When Uli Edel accepted the director's role for Turner Network Television's THE MISTS OF AVALON, he knew he was going up against some fairly hardcore beliefs. Fans of the Arthurian legend have very concrete ideals regarding the rise and fall of the Knights of the Round Table, some of which are just plain wrong.
"Most of the movies that deal with King Arthur are set in the 13th century in the High Middle Ages," says Edel. "There was a man named King Arthur, but he lived much earlier. He lived in the real Dark Ages, right after the Romans left Britain, around 600 to 700 A.D."
In other words, of all the movies focusing on Arthur Pendragon, the one that probably represented the environment the best was MONTY PYTHON AND THE HOLY GRAIL. The real Arthurian era lacked cleanliness and indoor plumbing, thus translating into a world that Edel and his producers couldn't exactly portray on TV screens.
"We realized why nobody's ever done the real time of Camelot," says series producer Mark Wolper. "The castles suck. The wardrobes suck. It was the Dark Ages, and the Dark Ages don't work well on film."
Unless, of course, you want to see a grand dame of acting like Anjelica Huston parade around in mud, muck and, much worse, draped in animal furs and rags. Therefore, credit Edel and Wolper with being savvy enough to change that one key element of Marion Zimmer Bradley's novel. However, the two did stick to other key elements that should keep hardcore fans of the book (of which there are legion) quite happy.
"We're portraying this from the pagan, female point of view," Wolper says. "Avalon and the pagan world are beautiful and great."
But to be fair, the two didn't exactly dump on Christianity. The older religion is treated as one of incredible power, but also as one where magic is used to satisfy political ends. While the popular religion isn't held up as the ultimate shining path to enlightenment, Wolper and Edel make the faith of "the male god" one where many of the principal women -- not just Gwenhwyear (a.k.a. Gwenivere) -- find refuge and forgiveness.
"The clash of religions was what interested me most about this tale," says Edel. "There was a religion that existed. Most of it was lost because the Druids never wrote anything down. It was a religion that existed for thousands of years. It was only seen from the Christian's standpoint as paganism."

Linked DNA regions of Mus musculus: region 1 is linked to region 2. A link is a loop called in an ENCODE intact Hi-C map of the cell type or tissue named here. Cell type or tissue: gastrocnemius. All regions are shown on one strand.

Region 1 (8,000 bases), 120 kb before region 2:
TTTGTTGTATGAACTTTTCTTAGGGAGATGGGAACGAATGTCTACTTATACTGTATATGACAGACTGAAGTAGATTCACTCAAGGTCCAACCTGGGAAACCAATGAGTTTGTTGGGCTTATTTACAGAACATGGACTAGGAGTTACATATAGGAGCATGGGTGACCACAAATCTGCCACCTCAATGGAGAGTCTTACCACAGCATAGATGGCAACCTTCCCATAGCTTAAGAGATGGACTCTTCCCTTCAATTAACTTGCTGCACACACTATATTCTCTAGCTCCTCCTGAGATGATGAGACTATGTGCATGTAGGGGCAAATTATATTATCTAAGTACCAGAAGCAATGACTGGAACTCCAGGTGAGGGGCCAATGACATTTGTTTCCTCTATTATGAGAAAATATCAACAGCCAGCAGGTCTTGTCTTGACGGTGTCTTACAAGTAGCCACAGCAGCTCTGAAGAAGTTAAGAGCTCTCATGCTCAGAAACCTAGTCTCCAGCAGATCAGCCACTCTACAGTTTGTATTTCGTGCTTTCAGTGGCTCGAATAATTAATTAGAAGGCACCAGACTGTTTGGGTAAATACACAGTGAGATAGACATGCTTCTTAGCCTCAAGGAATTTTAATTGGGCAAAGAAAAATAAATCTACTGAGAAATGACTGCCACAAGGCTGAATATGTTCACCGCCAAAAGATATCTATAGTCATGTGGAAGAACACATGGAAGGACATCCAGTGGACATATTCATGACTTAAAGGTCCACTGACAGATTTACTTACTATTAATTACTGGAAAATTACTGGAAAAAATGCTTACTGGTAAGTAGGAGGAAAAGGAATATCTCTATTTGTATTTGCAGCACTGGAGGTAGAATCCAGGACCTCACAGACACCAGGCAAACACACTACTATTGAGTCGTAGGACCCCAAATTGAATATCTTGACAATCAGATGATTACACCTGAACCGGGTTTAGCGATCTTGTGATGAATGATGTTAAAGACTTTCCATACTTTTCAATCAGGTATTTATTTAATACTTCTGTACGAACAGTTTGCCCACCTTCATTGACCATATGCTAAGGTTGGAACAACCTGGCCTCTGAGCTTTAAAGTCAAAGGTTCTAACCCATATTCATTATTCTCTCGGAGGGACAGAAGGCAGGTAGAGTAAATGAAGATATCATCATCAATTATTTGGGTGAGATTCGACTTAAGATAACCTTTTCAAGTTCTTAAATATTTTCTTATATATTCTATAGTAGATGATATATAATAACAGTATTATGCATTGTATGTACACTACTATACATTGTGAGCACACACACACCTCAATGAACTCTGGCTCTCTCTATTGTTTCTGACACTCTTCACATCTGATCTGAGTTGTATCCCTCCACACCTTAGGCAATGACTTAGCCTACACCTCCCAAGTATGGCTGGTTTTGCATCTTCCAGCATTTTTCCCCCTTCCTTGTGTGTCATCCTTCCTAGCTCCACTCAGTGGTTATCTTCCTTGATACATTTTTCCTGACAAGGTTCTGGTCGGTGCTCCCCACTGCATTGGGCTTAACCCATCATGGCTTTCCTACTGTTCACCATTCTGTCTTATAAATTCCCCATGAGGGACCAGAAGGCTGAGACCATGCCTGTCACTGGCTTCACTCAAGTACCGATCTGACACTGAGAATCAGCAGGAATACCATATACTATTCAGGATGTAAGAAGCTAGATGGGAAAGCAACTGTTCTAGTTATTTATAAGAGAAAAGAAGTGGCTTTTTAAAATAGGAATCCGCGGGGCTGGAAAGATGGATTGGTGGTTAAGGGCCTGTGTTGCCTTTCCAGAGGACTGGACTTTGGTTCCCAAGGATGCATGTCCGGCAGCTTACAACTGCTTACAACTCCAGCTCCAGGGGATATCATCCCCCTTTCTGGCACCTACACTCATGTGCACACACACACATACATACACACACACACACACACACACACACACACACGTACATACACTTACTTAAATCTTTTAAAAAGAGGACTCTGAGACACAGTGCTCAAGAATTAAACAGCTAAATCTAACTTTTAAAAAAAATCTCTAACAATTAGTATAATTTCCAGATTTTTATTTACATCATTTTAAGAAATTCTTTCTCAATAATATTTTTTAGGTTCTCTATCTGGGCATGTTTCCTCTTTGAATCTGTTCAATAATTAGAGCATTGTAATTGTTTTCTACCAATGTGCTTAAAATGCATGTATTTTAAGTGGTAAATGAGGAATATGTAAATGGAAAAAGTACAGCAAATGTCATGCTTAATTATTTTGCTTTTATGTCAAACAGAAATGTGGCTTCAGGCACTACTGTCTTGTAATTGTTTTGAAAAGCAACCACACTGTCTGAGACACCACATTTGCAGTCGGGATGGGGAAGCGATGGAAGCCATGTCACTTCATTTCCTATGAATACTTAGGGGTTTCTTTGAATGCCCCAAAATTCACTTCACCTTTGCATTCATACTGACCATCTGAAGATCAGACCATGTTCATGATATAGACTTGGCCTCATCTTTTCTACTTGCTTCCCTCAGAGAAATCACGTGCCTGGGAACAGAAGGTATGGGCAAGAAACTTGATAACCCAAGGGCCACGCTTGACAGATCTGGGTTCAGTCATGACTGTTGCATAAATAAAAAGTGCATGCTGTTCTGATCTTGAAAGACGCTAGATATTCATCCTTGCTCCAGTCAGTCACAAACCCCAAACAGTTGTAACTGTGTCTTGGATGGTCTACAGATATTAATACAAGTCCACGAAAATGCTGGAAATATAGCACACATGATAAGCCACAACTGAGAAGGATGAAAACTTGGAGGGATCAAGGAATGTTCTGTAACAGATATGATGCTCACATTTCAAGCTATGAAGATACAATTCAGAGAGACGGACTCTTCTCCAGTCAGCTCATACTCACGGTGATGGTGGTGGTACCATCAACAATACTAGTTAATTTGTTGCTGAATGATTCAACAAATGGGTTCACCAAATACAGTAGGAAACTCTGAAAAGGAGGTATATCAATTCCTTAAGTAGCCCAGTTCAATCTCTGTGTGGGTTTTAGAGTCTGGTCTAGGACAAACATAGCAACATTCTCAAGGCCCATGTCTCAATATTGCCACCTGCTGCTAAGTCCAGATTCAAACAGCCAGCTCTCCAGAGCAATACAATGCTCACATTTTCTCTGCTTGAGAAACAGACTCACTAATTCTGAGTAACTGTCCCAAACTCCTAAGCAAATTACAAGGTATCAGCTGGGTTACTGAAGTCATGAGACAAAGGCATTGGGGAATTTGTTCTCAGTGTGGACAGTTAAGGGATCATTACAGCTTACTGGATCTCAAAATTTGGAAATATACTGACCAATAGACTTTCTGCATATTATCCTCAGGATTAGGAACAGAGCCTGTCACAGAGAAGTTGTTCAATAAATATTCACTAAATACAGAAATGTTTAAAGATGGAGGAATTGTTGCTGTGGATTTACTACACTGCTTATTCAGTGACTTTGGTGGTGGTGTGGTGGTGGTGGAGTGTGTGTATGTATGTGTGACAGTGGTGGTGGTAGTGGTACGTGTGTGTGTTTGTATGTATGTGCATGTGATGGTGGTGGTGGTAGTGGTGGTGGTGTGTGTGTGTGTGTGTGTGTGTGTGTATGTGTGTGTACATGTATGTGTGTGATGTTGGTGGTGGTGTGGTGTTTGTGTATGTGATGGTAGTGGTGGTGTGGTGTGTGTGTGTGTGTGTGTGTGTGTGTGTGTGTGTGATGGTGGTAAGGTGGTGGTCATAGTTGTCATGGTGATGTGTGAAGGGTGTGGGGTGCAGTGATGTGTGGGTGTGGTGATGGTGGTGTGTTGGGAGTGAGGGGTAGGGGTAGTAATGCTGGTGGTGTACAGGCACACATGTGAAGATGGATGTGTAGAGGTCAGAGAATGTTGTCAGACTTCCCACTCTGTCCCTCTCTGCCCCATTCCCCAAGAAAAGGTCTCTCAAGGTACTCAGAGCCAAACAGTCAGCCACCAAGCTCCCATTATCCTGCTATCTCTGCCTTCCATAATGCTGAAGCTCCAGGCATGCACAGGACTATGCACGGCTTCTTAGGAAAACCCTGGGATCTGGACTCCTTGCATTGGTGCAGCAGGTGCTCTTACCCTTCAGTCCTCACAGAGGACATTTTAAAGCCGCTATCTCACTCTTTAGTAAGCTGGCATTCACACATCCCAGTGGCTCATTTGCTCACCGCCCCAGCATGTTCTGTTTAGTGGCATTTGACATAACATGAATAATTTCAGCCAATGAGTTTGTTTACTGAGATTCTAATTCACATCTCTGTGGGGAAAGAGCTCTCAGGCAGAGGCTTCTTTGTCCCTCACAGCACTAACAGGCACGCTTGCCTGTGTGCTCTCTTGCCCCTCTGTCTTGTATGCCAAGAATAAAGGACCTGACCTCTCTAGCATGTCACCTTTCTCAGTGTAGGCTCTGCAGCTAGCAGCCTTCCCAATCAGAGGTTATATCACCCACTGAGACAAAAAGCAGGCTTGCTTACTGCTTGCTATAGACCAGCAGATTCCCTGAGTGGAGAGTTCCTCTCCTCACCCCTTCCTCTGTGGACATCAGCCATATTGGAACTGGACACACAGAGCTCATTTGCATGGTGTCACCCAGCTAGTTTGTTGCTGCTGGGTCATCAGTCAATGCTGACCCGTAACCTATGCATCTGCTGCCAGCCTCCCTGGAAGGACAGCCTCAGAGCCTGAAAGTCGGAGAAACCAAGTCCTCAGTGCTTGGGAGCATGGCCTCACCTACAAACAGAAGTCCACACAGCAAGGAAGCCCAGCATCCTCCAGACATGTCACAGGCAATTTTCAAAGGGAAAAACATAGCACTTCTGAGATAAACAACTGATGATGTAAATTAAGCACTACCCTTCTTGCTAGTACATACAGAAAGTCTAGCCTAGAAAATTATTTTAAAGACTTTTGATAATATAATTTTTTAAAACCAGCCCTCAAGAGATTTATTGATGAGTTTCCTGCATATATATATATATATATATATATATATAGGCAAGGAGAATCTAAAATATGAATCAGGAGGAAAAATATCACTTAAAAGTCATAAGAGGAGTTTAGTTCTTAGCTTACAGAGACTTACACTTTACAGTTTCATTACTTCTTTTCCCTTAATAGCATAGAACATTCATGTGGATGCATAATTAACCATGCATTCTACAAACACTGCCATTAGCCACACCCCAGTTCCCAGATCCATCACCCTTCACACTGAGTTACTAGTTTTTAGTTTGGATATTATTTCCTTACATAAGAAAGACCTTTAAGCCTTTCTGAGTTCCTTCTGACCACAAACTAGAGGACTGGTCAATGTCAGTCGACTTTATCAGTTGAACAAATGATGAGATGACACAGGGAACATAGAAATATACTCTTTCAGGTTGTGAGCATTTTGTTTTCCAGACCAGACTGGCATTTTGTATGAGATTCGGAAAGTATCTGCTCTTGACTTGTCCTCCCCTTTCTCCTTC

Even so, Edel doesn't make the magic in MISTS appear out of the blue like some cheap horror effect. Like his portrayal of Christianity, the Celtic religion is dealt in more subtle shades.
"I thought the magic in MISTS is less about thunderbolts and more about women's power," says Edel. "The wizard Merlin may create rain with a wave of his hand, but the women's power stems from understanding the weather."
If anything, Merlin and Arthur are treated almost as side characters to the entire tale. Then again, one can argue that is an approach taken directly from the book. The movie basically boils the entire novel down to the scheming of three women. The actual primary voice is that of Morgaine (a.k.a. Morgan Le Fey, played by Julianna Marguiles). She is the niece of two very powerful and ambitious sisters, Viviane (the Lady of the Lake, played by Huston) and Morgause (played Joan Allen). Viviane schemes to wipe Christianity off of her land, while restoring the nation of Avalon and her religion as the primary faith. Morgause sets off to foil Viviane's plans because they don't include her.
However, Viviane is no prize herself (unlike her portrayal in other Arthurian myths). In the initial segment of the series, she kills off Morgaine's father so that her sister, Igraine, marries Uther Pendragon. This wedding produces the legendary Arthur. What Viviane, and her cohort and teacher Merlin, then do to the two siblings leaves Morgaine so outraged she also abandons her aunt.
Suffice it to say that in this version of Camelot, Morgaine isn't quite the black and evil schemer she's made out to be in other versions of the story. Morgause and Viviane more than make up for it.
One other element Edel stayed very true to was the number of romantic trysts that went down throughout all of the politicking. In his interpretation, the entire kingdom of Camelot is brought down by more than just a one-night stand between Lancelot and Gwenivere. On the contrary, the director is smart enough to realize that powerful effect incest has on the entire saga.
"I knew this was a passionate story," says Edel. "The legend of King Arthur is most likely the greatest story in Europe. I think the audience can expect to see King Arthur's story told in a way they've never seen it before."